Guiding downtown Decatur’s redevelopment was the 1982 Decatur Town Center Plan, which came out of a citizen-based advisory board. Among the plan’s recommendations: renovating the MARTA station and implementing various smart

growth measures including adding more downtown housing and making the area more pedestrian friendly.

To improve the MARTA station and enhance the surrounding streetscape, the city made improvements valued at more than $10 million during the past 25 years. The station – which connects Decatur to Atlanta and lies beneath Old Courthouse Square, the neighborhood’s living room – had been an aesthetic concern since opening in 1979.

To enhance downtown for pedestrians, lane widths for downtown streets were reduced; sidewalks were widened; more than 400 street trees were planted; and public art and upgraded street furnishings were added. Also, new public parking located behind buildings encouraged visitors to “park once” and then walk where they need to go. The city also added dedicated bicycle lanes throughout downtown, doubled the number of bike racks, and made Zipcars and scooter parking available.

APA’s Great Neighborhoods, Great Streets and Great Public Spaces feature unique and authentic characteristics that have evolved from years of thoughtful and deliberate planning by residents, community leaders and planners. The 2013 Great Places have many things Americans say are important to their “ideal community” including locally owned businesses, transit, neighborhood parks, and sidewalks. They illustrate how the foresight of planning fosters communities of lasting value.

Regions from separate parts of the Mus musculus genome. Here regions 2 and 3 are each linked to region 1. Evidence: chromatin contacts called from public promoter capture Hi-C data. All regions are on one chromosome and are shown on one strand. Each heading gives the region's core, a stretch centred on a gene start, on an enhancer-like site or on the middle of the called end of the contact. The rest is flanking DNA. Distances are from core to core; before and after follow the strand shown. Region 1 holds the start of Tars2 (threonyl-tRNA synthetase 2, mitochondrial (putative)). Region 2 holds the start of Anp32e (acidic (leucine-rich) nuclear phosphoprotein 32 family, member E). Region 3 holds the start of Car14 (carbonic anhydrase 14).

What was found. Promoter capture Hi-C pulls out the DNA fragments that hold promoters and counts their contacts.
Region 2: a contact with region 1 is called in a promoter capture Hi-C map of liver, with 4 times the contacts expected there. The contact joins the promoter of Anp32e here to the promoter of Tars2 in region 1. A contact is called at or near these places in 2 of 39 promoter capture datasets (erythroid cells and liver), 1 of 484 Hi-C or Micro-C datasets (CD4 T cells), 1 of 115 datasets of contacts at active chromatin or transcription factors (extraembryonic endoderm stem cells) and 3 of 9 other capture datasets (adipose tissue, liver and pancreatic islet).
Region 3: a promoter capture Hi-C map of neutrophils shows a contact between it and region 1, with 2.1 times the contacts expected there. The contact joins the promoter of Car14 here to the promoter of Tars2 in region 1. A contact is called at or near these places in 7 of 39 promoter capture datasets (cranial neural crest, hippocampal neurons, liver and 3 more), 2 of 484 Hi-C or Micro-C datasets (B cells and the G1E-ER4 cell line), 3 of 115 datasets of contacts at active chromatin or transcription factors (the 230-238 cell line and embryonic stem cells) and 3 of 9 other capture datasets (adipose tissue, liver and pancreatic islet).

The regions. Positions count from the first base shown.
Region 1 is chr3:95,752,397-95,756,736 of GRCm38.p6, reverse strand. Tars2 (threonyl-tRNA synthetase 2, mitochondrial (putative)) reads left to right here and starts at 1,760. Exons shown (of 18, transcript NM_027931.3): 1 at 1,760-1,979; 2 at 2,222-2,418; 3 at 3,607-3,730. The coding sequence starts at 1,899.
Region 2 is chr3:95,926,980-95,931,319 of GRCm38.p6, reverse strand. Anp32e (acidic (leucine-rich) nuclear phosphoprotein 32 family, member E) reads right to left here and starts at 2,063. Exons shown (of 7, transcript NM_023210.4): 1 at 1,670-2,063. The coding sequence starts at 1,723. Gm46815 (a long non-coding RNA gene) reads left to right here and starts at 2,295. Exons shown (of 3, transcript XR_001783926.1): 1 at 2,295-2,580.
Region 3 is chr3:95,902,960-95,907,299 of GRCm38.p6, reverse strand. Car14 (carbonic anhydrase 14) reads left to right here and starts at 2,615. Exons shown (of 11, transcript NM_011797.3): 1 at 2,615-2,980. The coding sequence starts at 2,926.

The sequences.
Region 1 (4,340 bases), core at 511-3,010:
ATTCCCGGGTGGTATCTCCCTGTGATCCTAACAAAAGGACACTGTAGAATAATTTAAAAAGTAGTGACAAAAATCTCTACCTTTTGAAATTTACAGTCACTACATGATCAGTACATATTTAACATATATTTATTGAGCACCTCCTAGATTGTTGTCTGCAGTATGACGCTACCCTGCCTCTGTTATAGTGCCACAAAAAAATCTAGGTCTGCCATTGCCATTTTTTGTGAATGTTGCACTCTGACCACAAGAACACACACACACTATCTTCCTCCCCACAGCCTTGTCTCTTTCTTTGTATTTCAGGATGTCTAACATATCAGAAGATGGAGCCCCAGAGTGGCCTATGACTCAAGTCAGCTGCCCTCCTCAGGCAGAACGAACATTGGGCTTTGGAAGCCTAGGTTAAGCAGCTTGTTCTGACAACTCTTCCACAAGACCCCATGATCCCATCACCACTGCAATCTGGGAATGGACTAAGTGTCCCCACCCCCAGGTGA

The nine other APA 2013 Great Neighborhoods are: Historic Licking Riverside Neighborhood, Covington, KY; West Freemason, Norfolk, VA; Downtown Norwich, Norwich, CT; Williamson-Marquette Neighborhood, Madison, WI; Chinatown, San Francisco, CA; Downtown Mason City, Mason City, IA; Kenwood, Minneapolis, MN; Central Street Neighborhood, Evanston, IL; Beaufort Historic District, Beaufort, SC.

For more information about these neighborhoods, as well as APA’s top 10 Great Streets and top 10 Great Public Spaces for 2013 and previous years, visit For more about National Community Planning Month taking place throughout October visit

DeKalb Medical Center Area Receives Livable Centers Grant

Deanne points out that the latest Atlanta Regional Commission press release regarding the latest round of Livable Centers Initiative grants includes a good chuck of money ($120,000) for a study focusing on the area around DeKalb Medical.  Here’s the description from the release…

This study focuses on the area around DeKalb Medical Center and will plan for redevelopment of underutilized and vacant properties to create a variety of housing options and an appropriate mix of commercial, office and retail. The study will incorporate Lifelong Communities concepts and the establishment of a “wellness district” for the DeKalb Medical Center area. Additionally, the plan will address sidewalk and bicycle facilities along the major corridors in the area to create a more walkable center and to improve connections to MARTA bus routes and Emory’s Cliff shuttle.


Decatur Named One of Georgia’s “Renaissance Cities”


Georgia Trend magazine recently asked the Georgia Municipal Association to help them identify some of Georgia’s “most successful downtown revitalizations”.